Posted: Tue 5th Jul 2022

Public health officials confirm 7 more Monkeypox cases in Wales

News and Info from Deeside, Flintshire, North Wales
This article is old - Published: Tuesday, Jul 5th, 2022

Public health officials have confirmed that seven more Monkeypox cases have been identified in Wales.

It brings the total number of cases in Wales to sixteen.

Monkeypox cases are continuing to rise in the UK, with more than 1,200 confirmed infections as of June 30.

Sue Mably, Consultant in Public Health, for Public Health Wales, said:

“Public Health Wales is today (4 July) confirming that seven additional cases of monkeypox have been identified in Wales.  This brings the total in Wales to 16.”

“The cases are being managed appropriately.  To protect patient confidentiality, no further details relating to the patients will be disclosed.”

What is monkeypox?

Monkeypox is a rare illness often associated with travel to Central and Western Africa, it is usually a mild illness that does not spread easily between people and usually gets better by itself, with most people recovering within a few weeks.

The most recent cases are presenting predominantly in gay, bisexual, and other men who have sex with men. They have no travel links to a country where monkeypox is endemic, so it is possible they acquired the infection through community transmission.

As the virus spreads through close contact, we are asking these groups to be alert to any unusual rashes or lesions on any part of their body and to contact a sexual health service if they have concerns.

What are the symptoms of monkeypox?

If you get infected with monkeypox, it usually takes between 5 and 21 days for the first symptoms to appear.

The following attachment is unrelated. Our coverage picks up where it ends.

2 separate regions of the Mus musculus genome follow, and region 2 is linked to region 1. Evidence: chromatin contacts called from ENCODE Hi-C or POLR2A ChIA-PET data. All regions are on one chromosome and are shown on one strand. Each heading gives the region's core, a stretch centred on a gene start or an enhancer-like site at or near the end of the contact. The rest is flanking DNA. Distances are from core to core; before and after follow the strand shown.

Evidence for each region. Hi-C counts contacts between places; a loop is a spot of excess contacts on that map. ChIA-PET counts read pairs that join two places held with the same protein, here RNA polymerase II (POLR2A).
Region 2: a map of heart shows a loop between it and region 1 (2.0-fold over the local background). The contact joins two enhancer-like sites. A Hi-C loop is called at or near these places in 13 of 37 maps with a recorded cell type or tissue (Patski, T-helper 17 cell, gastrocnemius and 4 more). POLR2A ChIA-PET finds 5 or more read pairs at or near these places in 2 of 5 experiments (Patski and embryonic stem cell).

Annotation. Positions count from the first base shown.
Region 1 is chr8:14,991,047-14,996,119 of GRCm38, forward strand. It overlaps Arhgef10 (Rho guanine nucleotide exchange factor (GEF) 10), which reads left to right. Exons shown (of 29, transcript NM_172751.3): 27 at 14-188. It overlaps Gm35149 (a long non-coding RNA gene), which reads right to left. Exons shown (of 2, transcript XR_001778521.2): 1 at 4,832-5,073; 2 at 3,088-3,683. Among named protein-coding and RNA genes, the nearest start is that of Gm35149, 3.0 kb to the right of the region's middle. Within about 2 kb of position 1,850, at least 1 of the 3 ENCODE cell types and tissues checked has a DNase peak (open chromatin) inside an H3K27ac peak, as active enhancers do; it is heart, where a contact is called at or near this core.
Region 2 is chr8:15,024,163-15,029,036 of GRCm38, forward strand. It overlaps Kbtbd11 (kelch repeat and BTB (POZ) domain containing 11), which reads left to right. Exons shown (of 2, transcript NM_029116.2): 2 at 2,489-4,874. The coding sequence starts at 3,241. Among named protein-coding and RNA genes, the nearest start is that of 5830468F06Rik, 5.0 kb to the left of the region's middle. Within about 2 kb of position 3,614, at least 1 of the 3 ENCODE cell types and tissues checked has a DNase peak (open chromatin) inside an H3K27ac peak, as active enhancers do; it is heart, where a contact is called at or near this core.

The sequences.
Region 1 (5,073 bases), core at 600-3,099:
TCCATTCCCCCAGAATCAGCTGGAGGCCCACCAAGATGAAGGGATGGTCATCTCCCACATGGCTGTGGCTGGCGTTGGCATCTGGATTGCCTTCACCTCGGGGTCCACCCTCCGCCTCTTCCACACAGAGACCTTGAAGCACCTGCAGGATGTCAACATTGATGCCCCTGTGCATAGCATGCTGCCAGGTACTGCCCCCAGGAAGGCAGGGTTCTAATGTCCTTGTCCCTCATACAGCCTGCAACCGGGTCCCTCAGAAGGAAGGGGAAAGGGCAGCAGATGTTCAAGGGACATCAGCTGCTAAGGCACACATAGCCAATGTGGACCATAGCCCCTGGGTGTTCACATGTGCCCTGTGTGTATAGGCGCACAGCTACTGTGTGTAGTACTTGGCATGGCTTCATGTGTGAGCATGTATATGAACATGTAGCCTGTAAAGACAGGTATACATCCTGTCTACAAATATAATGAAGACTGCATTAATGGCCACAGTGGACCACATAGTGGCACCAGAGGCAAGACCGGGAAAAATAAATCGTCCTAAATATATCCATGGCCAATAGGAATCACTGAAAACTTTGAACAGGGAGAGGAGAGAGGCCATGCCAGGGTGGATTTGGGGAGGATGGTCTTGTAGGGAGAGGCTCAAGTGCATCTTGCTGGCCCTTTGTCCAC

The first symptoms of monkeypox include:

  • fever
  • a headache
  • muscle aches
  • backache
  • swollen glands
  • shivering (chills)
  • exhaustion

A rash usually appears 1 to 5 days after the appearance of fever, often beginning on the face, then spreading to other parts of the body including the genitals, hands and feet.

The rash changes and goes through different stages, and can look like chickenpox, before finally forming a scab, which later falls off.

The symptoms usually clear up in 2 to 4 weeks.

How is monkeypox spread?

Monkeypox can be spread when a person comes into close contact with a person infected with the virus or contaminated items the infected person has touched.

The virus enters the body through broken skin (even if not visible), respiratory tract, or the mucous membranes (eyes, nose, or mouth).

Person-to-person spread is uncommon, but may occur through:

  • Touching clothing, bedding or towels used by an infected person
  • Touching monkeypox skin lesions or scabs, particularly if your own skin has sores or cuts
  • The coughs or sneezes of an infected person

What should I do if I think I might have monkeypox?

If you think you have monkeypox symptoms – however mild you should:

  • Contact NHS 111 or call a sexual health clinic immediately. Your call will be treated sensitively and confidentially.
  • Avoid close personal or sexual contact with others until you’ve consulted a medical professional.

Please do not go directly to your GP surgery, contact clinics ahead of your visit and avoid any close contact with others until you have been seen by a clinician.

Your call or discussion will be treated sensitively and confidentially.

Is monkeypox treatable?

Although there are few specific antiviral treatments available for monkeypox, the illness is usually mild and most of those infected will not require treatment and will recover by themselves within a few weeks.


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